An Explanation For The Recent Food Fight In PNAS

As I mentioned the other day, there was an interesting exchange in PNAS concerning the impact hypothesis. The cause of the exchange was an article published in PNAS back in August.


One of the predictions of the impact hypothesis is that there was a major decline in Paleoindian populations (i. e. Clovis, any mention of which causes emotions to run high). So, the question is, how does one get an estimate of population size before and after the presumed impact? One way is to use radiocarbon dates as a proxy. Basically, a summed probability distribution is created of, in this case 1,509 RC dates from sites in Canada and the US (dates range from 13,000 to 8,000 14C BP). Population increases and decreases are represented as peaks and troughs, respectively, in the distribution. The technique has been used in Europe and seems promising. Buchanan, Collard, and Edinborough argue that based on their analysis the impact hypothesis is not supported by their data. Five of the six letters in PNAS attack Buchanan et al’s paper, mainly on the grounds of geographic spread of the dates and data quality (too few dates, large error margins, etc.). The sixth paper is Buchanan et al’s response. Unfortunately, I don’t have that, so I can’t say who got the better of the exchange…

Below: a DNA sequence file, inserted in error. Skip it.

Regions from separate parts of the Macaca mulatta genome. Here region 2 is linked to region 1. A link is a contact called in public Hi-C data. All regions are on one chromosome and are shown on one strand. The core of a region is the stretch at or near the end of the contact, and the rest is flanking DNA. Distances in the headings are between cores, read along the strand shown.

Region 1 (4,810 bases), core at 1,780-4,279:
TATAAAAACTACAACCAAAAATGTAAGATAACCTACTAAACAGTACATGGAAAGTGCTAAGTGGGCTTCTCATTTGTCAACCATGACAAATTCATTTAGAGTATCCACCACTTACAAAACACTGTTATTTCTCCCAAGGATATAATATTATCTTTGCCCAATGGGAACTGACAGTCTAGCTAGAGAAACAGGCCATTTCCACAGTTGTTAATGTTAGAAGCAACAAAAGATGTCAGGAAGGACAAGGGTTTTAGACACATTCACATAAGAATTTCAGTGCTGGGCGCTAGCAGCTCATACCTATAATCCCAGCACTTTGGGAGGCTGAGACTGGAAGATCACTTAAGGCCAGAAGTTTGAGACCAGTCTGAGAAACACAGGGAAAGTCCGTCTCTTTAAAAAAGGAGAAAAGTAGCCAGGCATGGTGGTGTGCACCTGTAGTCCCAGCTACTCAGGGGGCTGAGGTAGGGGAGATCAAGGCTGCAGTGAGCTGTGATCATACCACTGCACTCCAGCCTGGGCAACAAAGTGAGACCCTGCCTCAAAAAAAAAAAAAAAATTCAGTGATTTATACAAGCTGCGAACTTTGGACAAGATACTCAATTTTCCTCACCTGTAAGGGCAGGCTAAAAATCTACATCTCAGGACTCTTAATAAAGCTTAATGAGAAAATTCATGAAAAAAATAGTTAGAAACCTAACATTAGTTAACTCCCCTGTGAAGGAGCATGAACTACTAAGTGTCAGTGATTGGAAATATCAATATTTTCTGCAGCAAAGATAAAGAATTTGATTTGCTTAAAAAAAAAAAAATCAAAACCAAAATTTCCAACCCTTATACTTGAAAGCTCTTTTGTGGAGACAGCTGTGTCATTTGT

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4 Responses

  1. I just tried to get the response, and it’s available “to maintenance users only”. Carrying a screwdriver doesn’t work.
    Has anyone tried to use genetics to look for a collapse in the populations? I don’t know enough about the demography, but there are genetic tools which might pick this up, with a suitably closed population and lots of genotyping.

  2. Sadly, my mad hacker skilz make kindergartners laugh and point derisively, so I haven’t been able to read any of the exchange. If any one is able to put it all together, I’d love to read it.

  3. I’ve emailed you a copy.

  4. John – I sent them to you, let me know if they didn’t arrive.
    Bob – Most of the studies I am aware of look at when Native American and Asian populations split, and hence, at when people first arrived in the Americas. This study in PLoS being a good example (note this study seems to show a decrease in in effective population size around 15,000-10,000 years ago – which is attributed to the re-inundation of Beringia and the resulting cessation of migration).

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